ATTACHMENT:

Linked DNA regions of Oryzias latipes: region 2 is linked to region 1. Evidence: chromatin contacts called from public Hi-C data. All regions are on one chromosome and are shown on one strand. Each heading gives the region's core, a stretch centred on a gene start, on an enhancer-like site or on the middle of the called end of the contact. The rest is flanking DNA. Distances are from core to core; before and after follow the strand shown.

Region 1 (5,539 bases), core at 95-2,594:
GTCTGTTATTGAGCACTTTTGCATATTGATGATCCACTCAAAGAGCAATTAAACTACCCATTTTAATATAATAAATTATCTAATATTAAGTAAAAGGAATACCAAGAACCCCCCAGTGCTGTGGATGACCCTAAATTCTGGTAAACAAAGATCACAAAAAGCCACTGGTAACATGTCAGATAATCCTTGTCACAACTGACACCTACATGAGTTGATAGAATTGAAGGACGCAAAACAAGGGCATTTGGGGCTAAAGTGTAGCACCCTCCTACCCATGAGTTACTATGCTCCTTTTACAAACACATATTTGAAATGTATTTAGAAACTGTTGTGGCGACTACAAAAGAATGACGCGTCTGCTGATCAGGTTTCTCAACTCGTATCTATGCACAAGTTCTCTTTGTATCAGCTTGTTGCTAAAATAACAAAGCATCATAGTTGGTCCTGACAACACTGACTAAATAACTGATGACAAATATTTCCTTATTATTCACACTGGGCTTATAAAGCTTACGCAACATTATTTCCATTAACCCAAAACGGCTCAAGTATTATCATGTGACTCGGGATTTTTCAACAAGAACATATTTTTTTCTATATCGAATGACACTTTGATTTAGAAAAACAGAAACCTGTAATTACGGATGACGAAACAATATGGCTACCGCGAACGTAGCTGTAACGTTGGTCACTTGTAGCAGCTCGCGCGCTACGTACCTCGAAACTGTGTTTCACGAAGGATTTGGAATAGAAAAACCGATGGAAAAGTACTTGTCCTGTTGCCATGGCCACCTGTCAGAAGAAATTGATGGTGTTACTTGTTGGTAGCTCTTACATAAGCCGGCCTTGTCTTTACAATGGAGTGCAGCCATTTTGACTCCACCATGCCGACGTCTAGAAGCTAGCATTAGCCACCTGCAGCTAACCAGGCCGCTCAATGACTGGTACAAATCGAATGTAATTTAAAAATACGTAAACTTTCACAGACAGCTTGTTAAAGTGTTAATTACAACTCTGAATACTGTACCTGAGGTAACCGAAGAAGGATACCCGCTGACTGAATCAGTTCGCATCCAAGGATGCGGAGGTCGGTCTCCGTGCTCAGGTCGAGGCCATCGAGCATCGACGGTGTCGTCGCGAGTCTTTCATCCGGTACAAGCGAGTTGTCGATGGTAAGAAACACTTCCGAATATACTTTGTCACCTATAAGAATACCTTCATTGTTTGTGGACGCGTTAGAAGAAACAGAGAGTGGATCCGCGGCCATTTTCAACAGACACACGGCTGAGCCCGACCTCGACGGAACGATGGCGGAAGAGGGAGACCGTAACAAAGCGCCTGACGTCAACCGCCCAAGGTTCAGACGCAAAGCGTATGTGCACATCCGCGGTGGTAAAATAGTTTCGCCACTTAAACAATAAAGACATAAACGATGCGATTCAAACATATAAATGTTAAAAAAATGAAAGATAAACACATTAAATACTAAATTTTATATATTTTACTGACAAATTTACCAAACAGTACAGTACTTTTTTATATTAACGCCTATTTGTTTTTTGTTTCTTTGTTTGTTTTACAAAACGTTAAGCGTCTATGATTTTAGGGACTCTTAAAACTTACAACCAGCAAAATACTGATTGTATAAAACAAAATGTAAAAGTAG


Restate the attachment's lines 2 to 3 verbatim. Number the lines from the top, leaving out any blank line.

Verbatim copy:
Region 1 (5,539 bases), core at 95-2,594:
GTCTGTTATTGAGCACTTTTGCATATTGATGATCCACTCAAAGAGCAATTAAACTACCCATTTTAATATAATAAATTATCTAATATTAAGTAAAAGGAATACCAAGAACCCCCCAGTGCTGTGGATGACCCTAAATTCTGGTAAACAAAGATCACAAAAAGCCACTGGTAACATGTCAGATAATCCTTGTCACAACTGACACCTACATGAGTTGATAGAATTGAAGGACGCAAAACAAGGGCATTTGGGGCTAAAGTGTAGCACCCTCCTACCCATGAGTTACTATGCTCCTTTTACAAACACATATTTGAAATGTATTTAGAAACTGTTGTGGCGACTACAAAAGAATGACGCGTCTGCTGATCAGGTTTCTCAACTCGTATCTATGCACAAGTTCTCTTTGTATCAGCTTGTTGCTAAAATAACAAAGCATCATAGTTGGTCCTGACAACACTGACTAAATAACTGATGACAAATATTTCCTTATTATTCACACTGGGCTTATAAAGCTTACGCAACATTATTTCCATTAACCCAAAACGGCTCAAGTATTATCATGTGACTCGGGATTTTTCAACAAGAACATATTTTTTTCTATATCGAATGACACTTTGATTTAGAAAAACAGAAACCTGTAATTACGGATGACGAAACAATATGGCTACCGCGAACGTAGCTGTAACGTTGGTCACTTGTAGCAGCTCGCGCGCTACGTACCTCGAAACTGTGTTTCACGAAGGATTTGGAATAGAAAAACCGATGGAAAAGTACTTGTCCTGTTGCCATGGCCACCTGTCAGAAGAAATTGATGGTGTTACTTGTTGGTAGCTCTTACATAAGCCGGCCTTGTCTTTACAATGGAGTGCAGCCATTTTGACTCCACCATGCCGACGTCTAGAAGCTAGCATTAGCCACCTGCAGCTAACCAGGCCGCTCAATGACTGGTACAAATCGAATGTAATTTAAAAATACGTAAACTTTCACAGACAGCTTGTTAAAGTGTTAATTACAACTCTGAATACTGTACCTGAGGTAACCGAAGAAGGATACCCGCTGACTGAATCAGTTCGCATCCAAGGATGCGGAGGTCGGTCTCCGTGCTCAGGTCGAGGCCATCGAGCATCGACGGTGTCGTCGCGAGTCTTTCATCCGGTACAAGCGAGTTGTCGATGGTAAGAAACACTTCCGAATATACTTTGTCACCTATAAGAATACCTTCATTGTTTGTGGACGCGTTAGAAGAAACAGAGAGTGGATCCGCGGCCATTTTCAACAGACACACGGCTGAGCCCGACCTCGACGGAACGATGGCGGAAGAGGGAGACCGTAACAAAGCGCCTGACGTCAACCGCCCAAGGTTCAGACGCAAAGCGTATGTGCACATCCGCGGTGGTAAAATAGTTTCGCCACTTAAACAATAAAGACATAAACGATGCGATTCAAACATATAAATGTTAAAAAAATGAAAGATAAACACATTAAATACTAAATTTTATATATTTTACTGACAAATTTACCAAACAGTACAGTACTTTTTTATATTAACGCCTATTTGTTTTTTGTTTCTTTGTTTGTTTTACAAAACGTTAAGCGTCTATGATTTTAGGGACTCTTAAAACTTACAACCAGCAAAATACTGATTGTATAAAACAAAATGTAAAAGTAG